Ali S. Asani, Harvard professor of the practice of Indo-Muslim languages and culture, said he knows how to end dehumanization in society – particularly of Muslims.
The solution is death of cultural and religious illiteracy, and the birth of a truly pluralistic society, he said on Nov. 5 at the Dialogue on Islam, sponsored by the Arlington Human Rights Commission, which was held at the Whittemore-Robbins House.
Arlington residents Elaine Hagopian and Kamal Ahmed said Asani’s lecture was a step in the right direction for Arlington and the country to become more Muslim-friendly. But, they said, it only scratches the surface of what needs to be addressed in Arlington and in America itself.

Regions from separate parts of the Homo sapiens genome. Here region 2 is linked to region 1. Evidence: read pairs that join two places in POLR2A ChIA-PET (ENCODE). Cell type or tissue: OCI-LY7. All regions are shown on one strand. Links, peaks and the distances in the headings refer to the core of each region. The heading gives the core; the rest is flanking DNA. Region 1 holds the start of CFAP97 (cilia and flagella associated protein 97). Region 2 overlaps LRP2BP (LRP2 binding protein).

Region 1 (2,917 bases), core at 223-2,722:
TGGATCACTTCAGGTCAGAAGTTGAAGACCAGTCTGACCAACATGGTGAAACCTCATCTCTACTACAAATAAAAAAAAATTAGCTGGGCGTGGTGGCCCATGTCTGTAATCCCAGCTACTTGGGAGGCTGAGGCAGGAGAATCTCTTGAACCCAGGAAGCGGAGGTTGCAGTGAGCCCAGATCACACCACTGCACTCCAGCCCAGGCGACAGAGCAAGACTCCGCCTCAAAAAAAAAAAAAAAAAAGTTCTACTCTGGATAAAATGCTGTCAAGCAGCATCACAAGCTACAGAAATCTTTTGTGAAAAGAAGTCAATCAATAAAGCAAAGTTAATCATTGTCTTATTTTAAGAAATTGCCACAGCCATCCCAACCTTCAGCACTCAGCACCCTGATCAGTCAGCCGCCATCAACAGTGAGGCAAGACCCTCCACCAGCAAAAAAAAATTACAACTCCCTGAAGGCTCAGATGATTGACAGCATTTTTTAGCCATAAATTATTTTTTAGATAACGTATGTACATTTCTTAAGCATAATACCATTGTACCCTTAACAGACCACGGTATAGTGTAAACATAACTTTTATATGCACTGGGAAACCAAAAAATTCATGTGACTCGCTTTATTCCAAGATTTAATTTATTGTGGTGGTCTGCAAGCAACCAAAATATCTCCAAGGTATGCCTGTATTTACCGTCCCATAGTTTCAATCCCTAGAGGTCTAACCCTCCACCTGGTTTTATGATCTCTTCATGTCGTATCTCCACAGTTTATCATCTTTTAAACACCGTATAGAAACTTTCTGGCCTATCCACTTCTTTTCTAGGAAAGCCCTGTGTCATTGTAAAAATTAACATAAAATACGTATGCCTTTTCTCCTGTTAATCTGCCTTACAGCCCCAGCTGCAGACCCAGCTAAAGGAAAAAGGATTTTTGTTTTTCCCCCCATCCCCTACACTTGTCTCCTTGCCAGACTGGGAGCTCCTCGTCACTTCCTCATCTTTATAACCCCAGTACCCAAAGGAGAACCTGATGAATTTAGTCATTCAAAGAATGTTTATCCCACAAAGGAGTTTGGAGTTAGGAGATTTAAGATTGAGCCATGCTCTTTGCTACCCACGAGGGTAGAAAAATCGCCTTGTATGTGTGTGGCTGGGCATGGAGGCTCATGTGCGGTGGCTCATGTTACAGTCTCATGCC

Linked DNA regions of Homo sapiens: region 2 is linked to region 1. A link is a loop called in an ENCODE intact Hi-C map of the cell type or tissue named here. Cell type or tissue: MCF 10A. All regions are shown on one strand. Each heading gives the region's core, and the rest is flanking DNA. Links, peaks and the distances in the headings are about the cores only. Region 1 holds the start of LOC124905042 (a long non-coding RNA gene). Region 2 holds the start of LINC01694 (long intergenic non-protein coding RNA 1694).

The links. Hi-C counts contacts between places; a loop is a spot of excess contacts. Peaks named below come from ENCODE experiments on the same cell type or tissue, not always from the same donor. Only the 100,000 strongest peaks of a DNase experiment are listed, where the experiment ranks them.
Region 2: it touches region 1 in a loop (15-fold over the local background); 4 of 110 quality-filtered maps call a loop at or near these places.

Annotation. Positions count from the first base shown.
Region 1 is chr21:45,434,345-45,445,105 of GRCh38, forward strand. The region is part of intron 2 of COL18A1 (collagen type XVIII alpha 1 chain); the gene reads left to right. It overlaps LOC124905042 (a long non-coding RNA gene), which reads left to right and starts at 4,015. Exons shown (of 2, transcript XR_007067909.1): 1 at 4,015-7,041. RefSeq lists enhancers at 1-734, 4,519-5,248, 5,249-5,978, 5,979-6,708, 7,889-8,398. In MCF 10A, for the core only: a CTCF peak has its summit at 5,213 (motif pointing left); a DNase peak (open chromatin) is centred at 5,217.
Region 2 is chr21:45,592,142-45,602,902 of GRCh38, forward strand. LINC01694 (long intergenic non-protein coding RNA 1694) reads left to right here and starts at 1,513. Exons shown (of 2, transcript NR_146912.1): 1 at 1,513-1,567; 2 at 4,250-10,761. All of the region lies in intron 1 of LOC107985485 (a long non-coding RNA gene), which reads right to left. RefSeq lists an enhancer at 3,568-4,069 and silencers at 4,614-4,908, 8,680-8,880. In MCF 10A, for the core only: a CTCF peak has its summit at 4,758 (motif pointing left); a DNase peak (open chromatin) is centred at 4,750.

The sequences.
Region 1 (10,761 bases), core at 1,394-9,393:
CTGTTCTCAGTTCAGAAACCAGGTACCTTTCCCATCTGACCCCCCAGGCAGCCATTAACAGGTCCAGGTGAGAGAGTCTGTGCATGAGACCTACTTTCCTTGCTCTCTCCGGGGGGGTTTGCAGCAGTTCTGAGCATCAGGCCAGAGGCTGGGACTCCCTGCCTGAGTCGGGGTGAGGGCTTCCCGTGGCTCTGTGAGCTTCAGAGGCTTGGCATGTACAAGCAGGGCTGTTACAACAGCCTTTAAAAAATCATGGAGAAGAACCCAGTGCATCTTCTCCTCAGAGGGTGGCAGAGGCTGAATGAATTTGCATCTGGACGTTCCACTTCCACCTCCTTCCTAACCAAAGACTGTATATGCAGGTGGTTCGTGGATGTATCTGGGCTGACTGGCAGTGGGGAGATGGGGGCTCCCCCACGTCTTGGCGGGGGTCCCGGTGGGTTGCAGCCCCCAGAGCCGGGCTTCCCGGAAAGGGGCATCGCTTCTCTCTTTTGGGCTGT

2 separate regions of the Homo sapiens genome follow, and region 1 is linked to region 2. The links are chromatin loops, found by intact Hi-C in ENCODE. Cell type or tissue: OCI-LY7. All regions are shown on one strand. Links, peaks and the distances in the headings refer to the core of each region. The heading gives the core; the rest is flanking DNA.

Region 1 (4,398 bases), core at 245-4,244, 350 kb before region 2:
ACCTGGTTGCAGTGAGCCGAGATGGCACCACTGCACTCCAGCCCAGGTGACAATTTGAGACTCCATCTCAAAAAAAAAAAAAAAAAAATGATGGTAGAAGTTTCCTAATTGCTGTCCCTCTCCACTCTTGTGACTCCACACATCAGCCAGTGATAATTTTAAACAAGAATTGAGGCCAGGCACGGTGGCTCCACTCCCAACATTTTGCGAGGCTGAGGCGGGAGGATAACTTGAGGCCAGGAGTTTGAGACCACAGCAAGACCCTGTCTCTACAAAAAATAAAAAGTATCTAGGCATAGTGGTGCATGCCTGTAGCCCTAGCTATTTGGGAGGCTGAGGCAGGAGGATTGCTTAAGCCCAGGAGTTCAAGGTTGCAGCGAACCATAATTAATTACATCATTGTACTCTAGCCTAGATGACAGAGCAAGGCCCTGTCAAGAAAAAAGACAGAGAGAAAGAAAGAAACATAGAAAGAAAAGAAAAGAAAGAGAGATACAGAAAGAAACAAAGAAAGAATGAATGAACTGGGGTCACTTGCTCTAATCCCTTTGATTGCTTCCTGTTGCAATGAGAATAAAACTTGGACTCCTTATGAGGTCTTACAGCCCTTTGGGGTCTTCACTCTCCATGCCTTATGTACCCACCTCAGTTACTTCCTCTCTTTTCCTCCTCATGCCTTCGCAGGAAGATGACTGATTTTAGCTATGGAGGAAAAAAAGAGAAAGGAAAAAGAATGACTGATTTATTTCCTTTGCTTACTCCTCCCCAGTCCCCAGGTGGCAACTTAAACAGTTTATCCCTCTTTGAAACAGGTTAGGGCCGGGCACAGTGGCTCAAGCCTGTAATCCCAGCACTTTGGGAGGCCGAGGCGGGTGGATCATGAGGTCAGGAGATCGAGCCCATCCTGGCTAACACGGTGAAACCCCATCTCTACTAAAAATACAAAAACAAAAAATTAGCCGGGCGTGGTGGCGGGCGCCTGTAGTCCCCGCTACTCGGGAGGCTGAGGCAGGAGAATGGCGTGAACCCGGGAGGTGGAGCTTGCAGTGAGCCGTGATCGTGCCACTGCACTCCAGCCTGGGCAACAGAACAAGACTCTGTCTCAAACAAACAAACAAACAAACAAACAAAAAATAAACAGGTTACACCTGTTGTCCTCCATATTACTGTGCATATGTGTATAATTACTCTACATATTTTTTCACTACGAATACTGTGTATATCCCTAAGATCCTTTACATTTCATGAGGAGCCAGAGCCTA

“I think that Arlington, as well as every other town, really needs to demonstrate that they are open to Muslims, to Jews, to Christians in the same way and not just in some exceptional way,” said Hagopian, a retired professor who studied the Middle East for more than 45 years, earning two Fulbright scholarships in the process.
Asani believes society’s dehumanization and demonization of Muslims may be rooted in how knowledge about Muslims is constructed. During his lecture, he pointed out the inadequacies of the popular media, the backfiring of closer and more frequent contact with others throughout the world resulting in fear and the attempt to homogenize others, and the failure of the educational system to go beyond shallow knowledge of diverse cultures and religions.
He summarized this as the “clash of ignorances.”